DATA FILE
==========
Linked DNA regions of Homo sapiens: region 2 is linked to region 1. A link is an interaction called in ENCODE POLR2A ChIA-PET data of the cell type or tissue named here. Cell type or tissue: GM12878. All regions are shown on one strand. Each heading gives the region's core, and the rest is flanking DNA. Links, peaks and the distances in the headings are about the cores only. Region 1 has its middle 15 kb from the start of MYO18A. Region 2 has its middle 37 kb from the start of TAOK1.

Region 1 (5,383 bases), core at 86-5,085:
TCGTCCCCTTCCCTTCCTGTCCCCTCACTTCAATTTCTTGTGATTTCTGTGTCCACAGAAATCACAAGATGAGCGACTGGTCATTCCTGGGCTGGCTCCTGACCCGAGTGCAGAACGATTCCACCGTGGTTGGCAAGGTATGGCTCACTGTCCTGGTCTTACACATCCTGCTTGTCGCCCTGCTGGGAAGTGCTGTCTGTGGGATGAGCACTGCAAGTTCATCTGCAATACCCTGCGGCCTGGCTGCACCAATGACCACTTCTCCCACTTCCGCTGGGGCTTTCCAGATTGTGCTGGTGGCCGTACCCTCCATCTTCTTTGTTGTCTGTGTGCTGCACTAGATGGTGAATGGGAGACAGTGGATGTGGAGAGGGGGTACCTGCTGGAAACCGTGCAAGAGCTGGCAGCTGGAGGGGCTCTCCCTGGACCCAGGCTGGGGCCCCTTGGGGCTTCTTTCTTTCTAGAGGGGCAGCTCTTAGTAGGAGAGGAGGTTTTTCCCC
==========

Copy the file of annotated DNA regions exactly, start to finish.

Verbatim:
Linked DNA regions of Homo sapiens: region 2 is linked to region 1. A link is an interaction called in ENCODE POLR2A ChIA-PET data of the cell type or tissue named here. Cell type or tissue: GM12878. All regions are shown on one strand. Each heading gives the region's core, and the rest is flanking DNA. Links, peaks and the distances in the headings are about the cores only. Region 1 has its middle 15 kb from the start of MYO18A. Region 2 has its middle 37 kb from the start of TAOK1.

Region 1 (5,383 bases), core at 86-5,085:
TCGTCCCCTTCCCTTCCTGTCCCCTCACTTCAATTTCTTGTGATTTCTGTGTCCACAGAAATCACAAGATGAGCGACTGGTCATTCCTGGGCTGGCTCCTGACCCGAGTGCAGAACGATTCCACCGTGGTTGGCAAGGTATGGCTCACTGTCCTGGTCTTACACATCCTGCTTGTCGCCCTGCTGGGAAGTGCTGTCTGTGGGATGAGCACTGCAAGTTCATCTGCAATACCCTGCGGCCTGGCTGCACCAATGACCACTTCTCCCACTTCCGCTGGGGCTTTCCAGATTGTGCTGGTGGCCGTACCCTCCATCTTCTTTGTTGTCTGTGTGCTGCACTAGATGGTGAATGGGAGACAGTGGATGTGGAGAGGGGGTACCTGCTGGAAACCGTGCAAGAGCTGGCAGCTGGAGGGGCTCTCCCTGGACCCAGGCTGGGGCCCCTTGGGGCTTCTTTCTTTCTAGAGGGGCAGCTCTTAGTAGGAGAGGAGGTTTTTCCCC